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Valar Qringaomis

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Thursday, June 18, 2015

"Microaggressions" as a way to censor peoplle

UC teaching faculty members not to criticize race-based affirmative action, call America ‘melting pot,’ and more

"One of the latest things in universities, including at University of California (where I teach) is condemning “microaggressions,” supposed “brief, subtle verbal or non-verbal exchanges that send denigrating messages to the recipient because of his or her group membership (such as race, gender, age or socio-economic status).” Such microaggressions, the argument goes, can lead to a “hostile learning environment,” which UC — and the federal government — views as legally actionable. This is stuff you could get disciplined or fired for, especially if you aren’t a tenured faculty member.

But of course this concept is now being used to suppress not just, say, personal insults or discrimination in hiring or grading, but also ideas that the UC wants to exclude from university classrooms...

Well, I’m happy to say that I’m just going to keep on microaggressing. I like to think that I’m generally polite, so I won’t express these views rudely. And I try not to inject my own irrelevant opinions into classes I teach, so there are many situations in which I won’t bring up these views simply because it’s not my job to express my views in those contexts. But the document that I quote isn’t about keeping classes on-topic or preventing presonal insults — it’s about suppressing particular viewpoints. And what’s tenure for, if not to resist these attempts to stop the expression of unpopular views?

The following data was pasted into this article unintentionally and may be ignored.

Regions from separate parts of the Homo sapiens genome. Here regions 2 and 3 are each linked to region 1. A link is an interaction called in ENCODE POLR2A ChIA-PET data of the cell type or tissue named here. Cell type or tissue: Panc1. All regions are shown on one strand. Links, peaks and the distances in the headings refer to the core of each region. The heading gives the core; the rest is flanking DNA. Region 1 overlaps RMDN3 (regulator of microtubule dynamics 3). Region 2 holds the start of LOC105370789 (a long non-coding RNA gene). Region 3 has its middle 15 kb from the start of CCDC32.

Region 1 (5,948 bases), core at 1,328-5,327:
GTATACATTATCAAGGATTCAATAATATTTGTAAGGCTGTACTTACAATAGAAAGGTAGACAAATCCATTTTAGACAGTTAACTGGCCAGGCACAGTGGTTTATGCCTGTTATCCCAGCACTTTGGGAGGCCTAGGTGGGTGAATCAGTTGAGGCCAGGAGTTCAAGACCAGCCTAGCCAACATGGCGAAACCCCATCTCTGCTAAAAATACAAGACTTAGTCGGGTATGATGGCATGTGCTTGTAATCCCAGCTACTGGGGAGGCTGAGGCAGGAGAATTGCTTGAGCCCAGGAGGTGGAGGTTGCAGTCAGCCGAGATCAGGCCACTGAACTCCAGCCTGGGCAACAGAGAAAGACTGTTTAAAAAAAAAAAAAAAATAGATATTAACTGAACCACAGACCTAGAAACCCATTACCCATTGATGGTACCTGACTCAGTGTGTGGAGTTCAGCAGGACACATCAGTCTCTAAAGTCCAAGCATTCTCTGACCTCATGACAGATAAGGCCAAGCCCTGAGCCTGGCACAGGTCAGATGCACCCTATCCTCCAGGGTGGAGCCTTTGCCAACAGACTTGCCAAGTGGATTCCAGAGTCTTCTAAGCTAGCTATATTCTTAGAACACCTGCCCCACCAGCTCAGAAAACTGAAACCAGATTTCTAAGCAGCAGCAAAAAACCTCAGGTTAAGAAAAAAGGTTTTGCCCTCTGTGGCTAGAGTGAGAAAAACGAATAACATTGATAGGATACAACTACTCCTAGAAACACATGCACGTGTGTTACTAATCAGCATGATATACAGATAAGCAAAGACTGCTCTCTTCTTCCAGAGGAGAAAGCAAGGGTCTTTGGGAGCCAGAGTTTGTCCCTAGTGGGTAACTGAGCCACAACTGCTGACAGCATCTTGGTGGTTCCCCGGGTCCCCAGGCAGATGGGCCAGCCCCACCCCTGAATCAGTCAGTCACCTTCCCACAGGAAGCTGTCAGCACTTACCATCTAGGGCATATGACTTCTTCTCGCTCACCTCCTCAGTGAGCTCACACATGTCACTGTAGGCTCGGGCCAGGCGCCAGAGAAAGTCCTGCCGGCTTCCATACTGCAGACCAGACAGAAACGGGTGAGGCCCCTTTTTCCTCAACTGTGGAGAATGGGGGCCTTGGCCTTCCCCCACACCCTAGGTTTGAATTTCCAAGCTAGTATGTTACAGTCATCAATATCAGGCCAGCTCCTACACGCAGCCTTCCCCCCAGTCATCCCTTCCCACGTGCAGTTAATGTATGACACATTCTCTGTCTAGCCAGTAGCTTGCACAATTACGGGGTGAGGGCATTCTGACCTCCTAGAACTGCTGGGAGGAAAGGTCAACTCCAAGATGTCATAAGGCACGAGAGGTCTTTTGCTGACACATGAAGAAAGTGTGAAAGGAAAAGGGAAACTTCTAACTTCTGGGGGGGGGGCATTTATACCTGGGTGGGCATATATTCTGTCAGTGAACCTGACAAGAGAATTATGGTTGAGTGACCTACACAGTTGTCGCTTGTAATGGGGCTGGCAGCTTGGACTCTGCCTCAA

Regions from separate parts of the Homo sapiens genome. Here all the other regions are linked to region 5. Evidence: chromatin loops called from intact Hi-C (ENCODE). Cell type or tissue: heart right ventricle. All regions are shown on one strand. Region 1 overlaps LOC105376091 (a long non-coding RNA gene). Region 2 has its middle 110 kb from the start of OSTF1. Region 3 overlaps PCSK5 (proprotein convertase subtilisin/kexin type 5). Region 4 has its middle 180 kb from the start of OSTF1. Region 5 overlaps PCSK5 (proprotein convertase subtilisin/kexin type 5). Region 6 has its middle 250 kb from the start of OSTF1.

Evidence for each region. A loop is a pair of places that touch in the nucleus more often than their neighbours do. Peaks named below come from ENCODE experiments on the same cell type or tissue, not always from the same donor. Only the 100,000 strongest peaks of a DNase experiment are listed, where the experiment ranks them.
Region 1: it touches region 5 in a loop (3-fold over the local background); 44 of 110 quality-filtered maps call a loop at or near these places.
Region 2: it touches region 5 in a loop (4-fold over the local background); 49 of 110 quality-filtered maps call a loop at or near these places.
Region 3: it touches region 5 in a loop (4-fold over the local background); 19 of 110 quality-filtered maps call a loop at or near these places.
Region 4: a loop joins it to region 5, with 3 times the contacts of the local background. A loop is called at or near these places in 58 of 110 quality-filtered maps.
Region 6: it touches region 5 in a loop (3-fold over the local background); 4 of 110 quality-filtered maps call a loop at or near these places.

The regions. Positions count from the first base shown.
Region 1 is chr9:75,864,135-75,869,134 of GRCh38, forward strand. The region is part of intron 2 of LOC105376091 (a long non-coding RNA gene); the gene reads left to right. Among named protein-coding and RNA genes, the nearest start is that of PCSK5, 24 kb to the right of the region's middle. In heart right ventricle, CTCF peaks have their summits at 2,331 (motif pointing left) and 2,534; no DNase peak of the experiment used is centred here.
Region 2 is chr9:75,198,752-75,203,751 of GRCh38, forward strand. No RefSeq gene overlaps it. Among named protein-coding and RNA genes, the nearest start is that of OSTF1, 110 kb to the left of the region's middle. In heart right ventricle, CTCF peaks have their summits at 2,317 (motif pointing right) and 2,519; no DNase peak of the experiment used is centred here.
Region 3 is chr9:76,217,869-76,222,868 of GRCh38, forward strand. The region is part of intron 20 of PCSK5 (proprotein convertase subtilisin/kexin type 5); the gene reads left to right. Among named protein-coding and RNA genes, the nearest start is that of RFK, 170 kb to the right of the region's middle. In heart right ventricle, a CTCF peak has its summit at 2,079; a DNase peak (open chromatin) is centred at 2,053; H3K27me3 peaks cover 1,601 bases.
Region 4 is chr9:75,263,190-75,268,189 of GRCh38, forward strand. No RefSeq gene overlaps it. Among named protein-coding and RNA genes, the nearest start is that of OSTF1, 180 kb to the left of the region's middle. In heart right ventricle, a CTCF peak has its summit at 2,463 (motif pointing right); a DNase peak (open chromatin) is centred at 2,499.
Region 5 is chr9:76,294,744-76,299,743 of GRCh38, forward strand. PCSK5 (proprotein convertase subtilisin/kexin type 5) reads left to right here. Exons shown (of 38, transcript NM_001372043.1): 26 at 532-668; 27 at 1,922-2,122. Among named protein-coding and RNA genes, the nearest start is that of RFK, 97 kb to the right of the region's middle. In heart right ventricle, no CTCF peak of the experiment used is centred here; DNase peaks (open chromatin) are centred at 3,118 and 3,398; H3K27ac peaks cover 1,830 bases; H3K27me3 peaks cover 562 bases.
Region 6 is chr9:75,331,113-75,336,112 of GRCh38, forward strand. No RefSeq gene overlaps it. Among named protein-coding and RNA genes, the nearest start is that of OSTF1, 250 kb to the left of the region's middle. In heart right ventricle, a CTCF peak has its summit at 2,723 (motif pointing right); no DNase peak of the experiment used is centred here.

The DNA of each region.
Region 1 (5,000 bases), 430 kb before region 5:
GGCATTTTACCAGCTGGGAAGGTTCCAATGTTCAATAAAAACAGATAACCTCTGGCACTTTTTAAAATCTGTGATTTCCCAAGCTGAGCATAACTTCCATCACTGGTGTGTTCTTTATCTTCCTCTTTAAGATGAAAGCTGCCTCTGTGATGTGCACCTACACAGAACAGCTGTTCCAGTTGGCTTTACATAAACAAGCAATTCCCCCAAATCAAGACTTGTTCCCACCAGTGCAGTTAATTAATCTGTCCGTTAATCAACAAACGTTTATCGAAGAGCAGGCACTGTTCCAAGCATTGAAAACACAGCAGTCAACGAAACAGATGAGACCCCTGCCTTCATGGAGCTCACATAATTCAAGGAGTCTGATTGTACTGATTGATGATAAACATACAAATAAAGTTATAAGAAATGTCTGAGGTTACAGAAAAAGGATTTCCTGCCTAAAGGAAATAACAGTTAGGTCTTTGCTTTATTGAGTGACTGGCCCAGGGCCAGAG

But I’m afraid that many faculty members who aren’t yet tenured, many adjuncts and lecturers who aren’t on the tenure ladder, many staff members, and likely even many students — and perhaps even quite a few tenured faculty members as well — will get the message that certain viewpoints are best not expressed when you’re working for UC, whether in the classroom, in casual discussions, in scholarship, in op-eds, on blogs, or elsewhere. (Remember that when talk turns to speech that supposedly creates a “hostile learning environment,” speech off campus or among supposed friends can easily be condemned as creating such an environment, once others on campus learn about it.) A serious blow to academic freedom and to freedom of discourse more generally, courtesy of the University of California administration...

Another paper endorsed by the UC Office of the President defines microaggressions as “one form of systemic everyday racism.” So the UC says microaggressions are a form of racism; communicate hostile, derogatory, or negative messages to target persons based solely upon their marginalized group membership; and can help create a hostile environment. And it says that expressing certain views is a form of racial microaggression. (By the way, UC Berkeley says this not just to administrators but also to “faculty or graduate student instructor[s].”) UC also often talks about how important campus climate is and how important diversity is, and indeed makes “contributions to diversity and equal opportunity,” such as “research … that highlights inequalities,” as a factor “in the evaluation of the candidate’s qualifications” when it comes to hiring, promotion, and appraisal.

But apparently instructors — including untenured ones — are somehow expected to feel uncensored, and free to express their ideas, including ones UC has labeled racist, aggressive, and hostile. Really?"
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